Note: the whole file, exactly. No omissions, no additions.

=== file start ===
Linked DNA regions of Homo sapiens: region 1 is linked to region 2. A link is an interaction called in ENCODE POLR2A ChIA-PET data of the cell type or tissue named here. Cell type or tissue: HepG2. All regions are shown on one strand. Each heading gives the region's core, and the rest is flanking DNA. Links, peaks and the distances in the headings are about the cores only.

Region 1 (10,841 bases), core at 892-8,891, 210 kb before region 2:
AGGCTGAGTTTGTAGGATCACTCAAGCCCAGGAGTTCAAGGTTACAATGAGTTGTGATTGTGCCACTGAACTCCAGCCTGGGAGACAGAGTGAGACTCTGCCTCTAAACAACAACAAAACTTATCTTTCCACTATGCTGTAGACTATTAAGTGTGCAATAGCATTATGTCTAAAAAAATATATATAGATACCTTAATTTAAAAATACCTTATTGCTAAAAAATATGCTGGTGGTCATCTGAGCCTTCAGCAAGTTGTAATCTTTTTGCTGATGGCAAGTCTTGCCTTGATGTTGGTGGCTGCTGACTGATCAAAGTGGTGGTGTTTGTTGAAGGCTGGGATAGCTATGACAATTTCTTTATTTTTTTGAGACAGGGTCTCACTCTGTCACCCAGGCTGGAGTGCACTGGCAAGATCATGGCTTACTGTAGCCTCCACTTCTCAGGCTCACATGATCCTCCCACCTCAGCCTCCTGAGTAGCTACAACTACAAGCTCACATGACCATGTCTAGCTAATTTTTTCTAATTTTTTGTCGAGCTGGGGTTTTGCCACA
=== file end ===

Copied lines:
Linked DNA regions of Homo sapiens: region 1 is linked to region 2. A link is an interaction called in ENCODE POLR2A ChIA-PET data of the cell type or tissue named here. Cell type or tissue: HepG2. All regions are shown on one strand. Each heading gives the region's core, and the rest is flanking DNA. Links, peaks and the distances in the headings are about the cores only.

Region 1 (10,841 bases), core at 892-8,891, 210 kb before region 2:
AGGCTGAGTTTGTAGGATCACTCAAGCCCAGGAGTTCAAGGTTACAATGAGTTGTGATTGTGCCACTGAACTCCAGCCTGGGAGACAGAGTGAGACTCTGCCTCTAAACAACAACAAAACTTATCTTTCCACTATGCTGTAGACTATTAAGTGTGCAATAGCATTATGTCTAAAAAAATATATATAGATACCTTAATTTAAAAATACCTTATTGCTAAAAAATATGCTGGTGGTCATCTGAGCCTTCAGCAAGTTGTAATCTTTTTGCTGATGGCAAGTCTTGCCTTGATGTTGGTGGCTGCTGACTGATCAAAGTGGTGGTGTTTGTTGAAGGCTGGGATAGCTATGACAATTTCTTTATTTTTTTGAGACAGGGTCTCACTCTGTCACCCAGGCTGGAGTGCACTGGCAAGATCATGGCTTACTGTAGCCTCCACTTCTCAGGCTCACATGATCCTCCCACCTCAGCCTCCTGAGTAGCTACAACTACAAGCTCACATGACCATGTCTAGCTAATTTTTTCTAATTTTTTGTCGAGCTGGGGTTTTGCCACA